It is one of the big questions of the aircraft industry: How can flying become CO2-neutral? On the one hand, there is a way to build hydrogen aircraft, and on the other hand, to replace today’s paraffin with other fuels. In search of a solution to this problem, the Swiss startup Synhelion has specialized in producing synthetic ‘solar’ paraffin from only water, CO2, and solar energy.
In a new scientific paper, the team around ETH Zurich professor Aldo Steinfeld now reports on the successful production of solar paraffin outside the laboratory. “We are the first to demonstrate the entire thermochemical process chain from water and CO2 to paraffin in a fully integrated solar tower system,” Steinfeld said.
The process works like this: A field of 169 mirrors aligned with the position of the sun reflects the sun’s rays to a focal point where process heat of between 1,000 and 1,500 degrees of process heat is generated – and this in turn is used to produce the man-made fuel.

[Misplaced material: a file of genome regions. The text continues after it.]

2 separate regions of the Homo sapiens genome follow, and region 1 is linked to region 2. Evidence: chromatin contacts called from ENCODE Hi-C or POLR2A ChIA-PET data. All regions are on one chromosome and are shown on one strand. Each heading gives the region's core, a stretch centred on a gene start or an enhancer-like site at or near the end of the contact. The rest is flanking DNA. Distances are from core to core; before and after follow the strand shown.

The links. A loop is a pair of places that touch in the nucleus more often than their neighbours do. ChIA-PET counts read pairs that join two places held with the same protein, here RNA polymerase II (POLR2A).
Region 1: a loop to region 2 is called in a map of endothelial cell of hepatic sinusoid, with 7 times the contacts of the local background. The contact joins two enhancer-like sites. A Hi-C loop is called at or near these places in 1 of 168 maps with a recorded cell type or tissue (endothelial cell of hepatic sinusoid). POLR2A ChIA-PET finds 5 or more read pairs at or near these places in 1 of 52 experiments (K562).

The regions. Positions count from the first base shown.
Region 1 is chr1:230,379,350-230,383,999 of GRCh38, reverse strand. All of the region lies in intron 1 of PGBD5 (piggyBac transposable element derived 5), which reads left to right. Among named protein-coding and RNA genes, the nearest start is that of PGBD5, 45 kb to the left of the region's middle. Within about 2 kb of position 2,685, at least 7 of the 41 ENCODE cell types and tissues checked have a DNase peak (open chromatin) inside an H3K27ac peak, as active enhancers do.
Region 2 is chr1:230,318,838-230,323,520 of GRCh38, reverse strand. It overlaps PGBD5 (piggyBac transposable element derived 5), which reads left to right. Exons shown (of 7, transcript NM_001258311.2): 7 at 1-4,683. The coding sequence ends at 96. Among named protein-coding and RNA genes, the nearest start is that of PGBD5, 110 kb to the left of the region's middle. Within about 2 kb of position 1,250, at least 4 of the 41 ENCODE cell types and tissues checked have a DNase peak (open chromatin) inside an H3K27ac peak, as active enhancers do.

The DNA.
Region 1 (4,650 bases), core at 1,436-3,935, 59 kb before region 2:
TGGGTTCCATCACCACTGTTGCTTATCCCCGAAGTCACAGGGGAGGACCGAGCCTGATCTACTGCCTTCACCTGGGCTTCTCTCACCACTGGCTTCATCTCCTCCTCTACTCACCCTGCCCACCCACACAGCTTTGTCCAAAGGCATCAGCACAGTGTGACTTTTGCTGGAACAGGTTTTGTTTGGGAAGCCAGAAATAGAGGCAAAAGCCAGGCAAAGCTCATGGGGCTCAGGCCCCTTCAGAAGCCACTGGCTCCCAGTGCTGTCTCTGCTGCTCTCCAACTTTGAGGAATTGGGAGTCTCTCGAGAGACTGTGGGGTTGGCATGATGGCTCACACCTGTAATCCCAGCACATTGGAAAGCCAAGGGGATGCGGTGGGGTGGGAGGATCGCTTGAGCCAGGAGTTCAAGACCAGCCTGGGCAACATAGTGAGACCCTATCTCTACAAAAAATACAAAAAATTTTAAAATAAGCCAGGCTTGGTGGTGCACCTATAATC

The research project is part of the SUN-to-LIQUID initiative of the European Climate, Infrastructure and Environment Executive Agency (CINEA). The goal is to produce fuels that can be used in the existing globally available infrastructure (i.e. aircraft, tankers, etc.).
In the future, CO2 from carbon capture will be used
“The concentrated solar energy then drives oxidation-reduction (redox) reaction cycles in the solar reactor, which contains a porous structure made of cerium oxide. The ceria – which is not consumed but can be used again and again – converts water and CO2 injected into the reactor into syngas, a mixture of hydrogen and carbon monoxide. The syngas is then sent to a gas-to-liquid converter, where it is eventually processed into liquid hydrocarbon fuels such as paraffin and diesel,” the process is described.
Meanwhile, one of the solar power plants has been located in sunny Spain since 2017, at the IMDEA Energy Institute. “The amount of CO2 released when paraffin is burned in a jet engine is equal to the amount consumed in the solar plant during production,” says Steinfeld. “That makes the fuel CO2 neutral, especially if – hopefully in the not too distant future – we use CO2 captured directly from the air as an ingredient.” Currently, CO2 is still obtained from other sources, as carbon dioxide produced by carbon capture plants is still too expensive.
Now, for the first time, it has been possible to operate the plant with a setup that is relevant for industrial implementation. However, the energy yield is still low. The energy efficiency of the solar reactor was last at 4%. Steinfeld’s team hopes that improvements to the plant will bring efficiency up to 15%.